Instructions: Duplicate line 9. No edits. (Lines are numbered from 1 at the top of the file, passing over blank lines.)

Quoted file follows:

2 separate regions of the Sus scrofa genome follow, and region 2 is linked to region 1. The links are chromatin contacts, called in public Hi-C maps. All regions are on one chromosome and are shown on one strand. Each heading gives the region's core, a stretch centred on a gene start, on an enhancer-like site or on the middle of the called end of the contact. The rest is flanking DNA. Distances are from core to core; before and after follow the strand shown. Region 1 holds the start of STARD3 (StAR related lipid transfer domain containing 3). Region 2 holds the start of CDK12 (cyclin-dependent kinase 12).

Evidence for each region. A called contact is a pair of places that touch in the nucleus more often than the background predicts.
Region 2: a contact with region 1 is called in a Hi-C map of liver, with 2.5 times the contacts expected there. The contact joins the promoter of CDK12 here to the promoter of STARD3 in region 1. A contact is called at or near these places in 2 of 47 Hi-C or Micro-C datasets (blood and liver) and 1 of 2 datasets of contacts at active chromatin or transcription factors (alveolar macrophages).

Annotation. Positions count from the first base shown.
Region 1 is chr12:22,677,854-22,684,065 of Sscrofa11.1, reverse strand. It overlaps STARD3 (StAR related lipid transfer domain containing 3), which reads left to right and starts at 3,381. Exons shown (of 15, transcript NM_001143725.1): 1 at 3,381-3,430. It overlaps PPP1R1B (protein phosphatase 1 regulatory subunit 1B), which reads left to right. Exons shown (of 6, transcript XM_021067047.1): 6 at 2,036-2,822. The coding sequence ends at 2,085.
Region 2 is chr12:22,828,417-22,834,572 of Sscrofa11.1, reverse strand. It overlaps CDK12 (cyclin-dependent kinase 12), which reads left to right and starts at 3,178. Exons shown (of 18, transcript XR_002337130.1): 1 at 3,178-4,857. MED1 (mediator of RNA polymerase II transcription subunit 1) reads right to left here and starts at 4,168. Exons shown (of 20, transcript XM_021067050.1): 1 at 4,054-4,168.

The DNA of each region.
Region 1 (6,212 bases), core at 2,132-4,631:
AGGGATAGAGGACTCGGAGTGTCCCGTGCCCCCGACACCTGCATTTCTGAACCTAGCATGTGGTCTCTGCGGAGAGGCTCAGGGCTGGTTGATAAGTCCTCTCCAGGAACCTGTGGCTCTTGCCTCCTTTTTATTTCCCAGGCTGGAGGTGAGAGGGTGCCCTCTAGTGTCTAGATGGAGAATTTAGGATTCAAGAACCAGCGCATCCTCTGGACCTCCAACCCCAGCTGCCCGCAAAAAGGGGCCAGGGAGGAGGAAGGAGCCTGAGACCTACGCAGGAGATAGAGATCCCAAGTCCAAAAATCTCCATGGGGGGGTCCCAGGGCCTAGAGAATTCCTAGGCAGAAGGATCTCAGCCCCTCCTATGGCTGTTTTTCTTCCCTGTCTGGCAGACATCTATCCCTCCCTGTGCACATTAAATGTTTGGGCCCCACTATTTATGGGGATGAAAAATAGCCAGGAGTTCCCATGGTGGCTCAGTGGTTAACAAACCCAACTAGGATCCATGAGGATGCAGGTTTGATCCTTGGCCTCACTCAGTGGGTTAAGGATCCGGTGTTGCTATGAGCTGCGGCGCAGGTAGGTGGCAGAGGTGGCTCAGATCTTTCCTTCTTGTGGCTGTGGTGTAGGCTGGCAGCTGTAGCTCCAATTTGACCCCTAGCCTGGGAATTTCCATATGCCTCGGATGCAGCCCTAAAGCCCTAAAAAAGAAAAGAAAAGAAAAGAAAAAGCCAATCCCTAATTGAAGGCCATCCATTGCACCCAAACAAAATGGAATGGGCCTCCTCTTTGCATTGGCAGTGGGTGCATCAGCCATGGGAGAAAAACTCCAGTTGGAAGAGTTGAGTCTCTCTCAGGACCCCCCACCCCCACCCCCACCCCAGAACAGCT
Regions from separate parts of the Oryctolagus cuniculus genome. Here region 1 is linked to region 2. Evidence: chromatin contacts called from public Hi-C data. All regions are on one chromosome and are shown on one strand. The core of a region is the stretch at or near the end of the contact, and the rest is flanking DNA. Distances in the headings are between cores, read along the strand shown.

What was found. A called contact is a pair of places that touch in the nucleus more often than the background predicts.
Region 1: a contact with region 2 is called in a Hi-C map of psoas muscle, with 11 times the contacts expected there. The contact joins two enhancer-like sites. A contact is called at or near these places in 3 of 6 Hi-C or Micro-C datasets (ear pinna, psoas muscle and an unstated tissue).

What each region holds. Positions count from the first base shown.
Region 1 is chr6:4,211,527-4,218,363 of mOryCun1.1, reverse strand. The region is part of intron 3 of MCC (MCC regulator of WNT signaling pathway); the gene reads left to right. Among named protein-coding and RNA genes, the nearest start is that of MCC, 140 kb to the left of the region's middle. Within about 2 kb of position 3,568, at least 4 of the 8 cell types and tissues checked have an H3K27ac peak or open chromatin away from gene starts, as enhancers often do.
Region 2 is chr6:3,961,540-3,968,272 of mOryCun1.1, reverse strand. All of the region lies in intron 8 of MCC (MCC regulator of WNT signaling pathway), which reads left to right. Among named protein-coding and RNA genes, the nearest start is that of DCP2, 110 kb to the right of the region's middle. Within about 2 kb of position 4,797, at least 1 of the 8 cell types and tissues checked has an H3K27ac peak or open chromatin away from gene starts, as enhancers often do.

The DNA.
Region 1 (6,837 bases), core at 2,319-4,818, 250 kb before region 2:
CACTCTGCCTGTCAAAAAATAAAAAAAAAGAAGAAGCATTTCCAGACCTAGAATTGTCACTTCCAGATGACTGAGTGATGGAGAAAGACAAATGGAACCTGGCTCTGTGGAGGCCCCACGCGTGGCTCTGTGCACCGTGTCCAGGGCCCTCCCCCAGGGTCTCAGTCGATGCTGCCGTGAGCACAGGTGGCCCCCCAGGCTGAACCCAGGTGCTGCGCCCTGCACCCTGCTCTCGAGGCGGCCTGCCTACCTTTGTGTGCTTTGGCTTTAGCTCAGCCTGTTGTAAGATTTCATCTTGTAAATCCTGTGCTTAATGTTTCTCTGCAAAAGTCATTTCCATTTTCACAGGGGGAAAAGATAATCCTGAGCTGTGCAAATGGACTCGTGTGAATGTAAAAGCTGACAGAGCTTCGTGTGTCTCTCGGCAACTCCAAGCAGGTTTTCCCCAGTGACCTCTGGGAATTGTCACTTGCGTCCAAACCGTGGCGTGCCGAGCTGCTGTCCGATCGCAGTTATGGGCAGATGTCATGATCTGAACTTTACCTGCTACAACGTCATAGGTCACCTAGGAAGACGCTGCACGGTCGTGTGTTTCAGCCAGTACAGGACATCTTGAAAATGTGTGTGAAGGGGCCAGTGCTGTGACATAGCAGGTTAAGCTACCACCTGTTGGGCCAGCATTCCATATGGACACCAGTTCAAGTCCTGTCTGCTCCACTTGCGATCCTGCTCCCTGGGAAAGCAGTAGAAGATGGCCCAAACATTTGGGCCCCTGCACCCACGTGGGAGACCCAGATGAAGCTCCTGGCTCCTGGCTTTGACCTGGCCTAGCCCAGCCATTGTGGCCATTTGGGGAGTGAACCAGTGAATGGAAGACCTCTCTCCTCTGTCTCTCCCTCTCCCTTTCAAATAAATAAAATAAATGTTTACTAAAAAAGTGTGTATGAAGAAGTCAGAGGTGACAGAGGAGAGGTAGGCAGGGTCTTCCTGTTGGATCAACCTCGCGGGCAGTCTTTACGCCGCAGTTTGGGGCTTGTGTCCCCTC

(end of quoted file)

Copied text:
AGGGATAGAGGACTCGGAGTGTCCCGTGCCCCCGACACCTGCATTTCTGAACCTAGCATGTGGTCTCTGCGGAGAGGCTCAGGGCTGGTTGATAAGTCCTCTCCAGGAACCTGTGGCTCTTGCCTCCTTTTTATTTCCCAGGCTGGAGGTGAGAGGGTGCCCTCTAGTGTCTAGATGGAGAATTTAGGATTCAAGAACCAGCGCATCCTCTGGACCTCCAACCCCAGCTGCCCGCAAAAAGGGGCCAGGGAGGAGGAAGGAGCCTGAGACCTACGCAGGAGATAGAGATCCCAAGTCCAAAAATCTCCATGGGGGGGTCCCAGGGCCTAGAGAATTCCTAGGCAGAAGGATCTCAGCCCCTCCTATGGCTGTTTTTCTTCCCTGTCTGGCAGACATCTATCCCTCCCTGTGCACATTAAATGTTTGGGCCCCACTATTTATGGGGATGAAAAATAGCCAGGAGTTCCCATGGTGGCTCAGTGGTTAACAAACCCAACTAGGATCCATGAGGATGCAGGTTTGATCCTTGGCCTCACTCAGTGGGTTAAGGATCCGGTGTTGCTATGAGCTGCGGCGCAGGTAGGTGGCAGAGGTGGCTCAGATCTTTCCTTCTTGTGGCTGTGGTGTAGGCTGGCAGCTGTAGCTCCAATTTGACCCCTAGCCTGGGAATTTCCATATGCCTCGGATGCAGCCCTAAAGCCCTAAAAAAGAAAAGAAAAGAAAAGAAAAAGCCAATCCCTAATTGAAGGCCATCCATTGCACCCAAACAAAATGGAATGGGCCTCCTCTTTGCATTGGCAGTGGGTGCATCAGCCATGGGAGAAAAACTCCAGTTGGAAGAGTTGAGTCTCTCTCAGGACCCCCCACCCCCACCCCCACCCCAGAACAGCT